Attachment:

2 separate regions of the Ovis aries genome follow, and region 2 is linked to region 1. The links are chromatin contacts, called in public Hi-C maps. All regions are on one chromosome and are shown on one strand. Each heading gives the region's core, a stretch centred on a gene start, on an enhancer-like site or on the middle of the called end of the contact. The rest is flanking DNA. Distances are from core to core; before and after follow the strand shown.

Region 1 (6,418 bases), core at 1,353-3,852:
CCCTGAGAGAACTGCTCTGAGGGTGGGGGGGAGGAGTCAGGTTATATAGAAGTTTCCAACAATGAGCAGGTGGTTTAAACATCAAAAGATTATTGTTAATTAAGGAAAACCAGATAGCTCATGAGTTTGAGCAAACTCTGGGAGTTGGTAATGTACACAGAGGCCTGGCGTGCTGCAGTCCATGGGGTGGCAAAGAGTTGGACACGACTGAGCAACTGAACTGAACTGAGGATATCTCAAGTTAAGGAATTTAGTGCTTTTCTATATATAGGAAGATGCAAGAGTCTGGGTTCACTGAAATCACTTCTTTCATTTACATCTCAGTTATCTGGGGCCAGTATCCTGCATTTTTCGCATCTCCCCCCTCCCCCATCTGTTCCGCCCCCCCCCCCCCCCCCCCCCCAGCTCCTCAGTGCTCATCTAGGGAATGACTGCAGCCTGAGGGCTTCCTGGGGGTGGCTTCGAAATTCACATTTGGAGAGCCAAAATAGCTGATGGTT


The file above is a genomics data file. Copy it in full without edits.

2 separate regions of the Ovis aries genome follow, and region 2 is linked to region 1. The links are chromatin contacts, called in public Hi-C maps. All regions are on one chromosome and are shown on one strand. Each heading gives the region's core, a stretch centred on a gene start, on an enhancer-like site or on the middle of the called end of the contact. The rest is flanking DNA. Distances are from core to core; before and after follow the strand shown.

Region 1 (6,418 bases), core at 1,353-3,852:
CCCTGAGAGAACTGCTCTGAGGGTGGGGGGGAGGAGTCAGGTTATATAGAAGTTTCCAACAATGAGCAGGTGGTTTAAACATCAAAAGATTATTGTTAATTAAGGAAAACCAGATAGCTCATGAGTTTGAGCAAACTCTGGGAGTTGGTAATGTACACAGAGGCCTGGCGTGCTGCAGTCCATGGGGTGGCAAAGAGTTGGACACGACTGAGCAACTGAACTGAACTGAGGATATCTCAAGTTAAGGAATTTAGTGCTTTTCTATATATAGGAAGATGCAAGAGTCTGGGTTCACTGAAATCACTTCTTTCATTTACATCTCAGTTATCTGGGGCCAGTATCCTGCATTTTTCGCATCTCCCCCCTCCCCCATCTGTTCCGCCCCCCCCCCCCCCCCCCCCCCAGCTCCTCAGTGCTCATCTAGGGAATGACTGCAGCCTGAGGGCTTCCTGGGGGTGGCTTCGAAATTCACATTTGGAGAGCCAAAATAGCTGATGGTT